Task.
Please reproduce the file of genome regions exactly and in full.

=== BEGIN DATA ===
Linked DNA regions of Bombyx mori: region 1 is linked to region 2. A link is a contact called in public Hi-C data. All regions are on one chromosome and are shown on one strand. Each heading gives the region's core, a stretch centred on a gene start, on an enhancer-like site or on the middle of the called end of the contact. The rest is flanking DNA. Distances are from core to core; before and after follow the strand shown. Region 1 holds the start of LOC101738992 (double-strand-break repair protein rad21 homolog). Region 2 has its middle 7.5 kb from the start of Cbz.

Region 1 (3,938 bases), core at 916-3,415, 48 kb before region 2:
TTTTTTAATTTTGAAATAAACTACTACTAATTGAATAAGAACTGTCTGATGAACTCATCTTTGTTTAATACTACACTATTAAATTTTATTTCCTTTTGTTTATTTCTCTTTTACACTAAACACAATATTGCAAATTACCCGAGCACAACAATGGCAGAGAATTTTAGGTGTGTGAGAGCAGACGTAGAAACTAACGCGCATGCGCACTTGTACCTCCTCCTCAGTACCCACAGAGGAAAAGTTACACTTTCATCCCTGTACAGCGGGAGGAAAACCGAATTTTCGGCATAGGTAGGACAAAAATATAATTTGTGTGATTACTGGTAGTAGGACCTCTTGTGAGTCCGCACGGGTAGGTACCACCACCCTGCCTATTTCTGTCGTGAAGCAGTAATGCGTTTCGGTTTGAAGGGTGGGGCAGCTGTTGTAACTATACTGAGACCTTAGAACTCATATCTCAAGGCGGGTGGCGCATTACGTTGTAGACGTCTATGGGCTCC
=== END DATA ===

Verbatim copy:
Linked DNA regions of Bombyx mori: region 1 is linked to region 2. A link is a contact called in public Hi-C data. All regions are on one chromosome and are shown on one strand. Each heading gives the region's core, a stretch centred on a gene start, on an enhancer-like site or on the middle of the called end of the contact. The rest is flanking DNA. Distances are from core to core; before and after follow the strand shown. Region 1 holds the start of LOC101738992 (double-strand-break repair protein rad21 homolog). Region 2 has its middle 7.5 kb from the start of Cbz.

Region 1 (3,938 bases), core at 916-3,415, 48 kb before region 2:
TTTTTTAATTTTGAAATAAACTACTACTAATTGAATAAGAACTGTCTGATGAACTCATCTTTGTTTAATACTACACTATTAAATTTTATTTCCTTTTGTTTATTTCTCTTTTACACTAAACACAATATTGCAAATTACCCGAGCACAACAATGGCAGAGAATTTTAGGTGTGTGAGAGCAGACGTAGAAACTAACGCGCATGCGCACTTGTACCTCCTCCTCAGTACCCACAGAGGAAAAGTTACACTTTCATCCCTGTACAGCGGGAGGAAAACCGAATTTTCGGCATAGGTAGGACAAAAATATAATTTGTGTGATTACTGGTAGTAGGACCTCTTGTGAGTCCGCACGGGTAGGTACCACCACCCTGCCTATTTCTGTCGTGAAGCAGTAATGCGTTTCGGTTTGAAGGGTGGGGCAGCTGTTGTAACTATACTGAGACCTTAGAACTCATATCTCAAGGCGGGTGGCGCATTACGTTGTAGACGTCTATGGGCTCC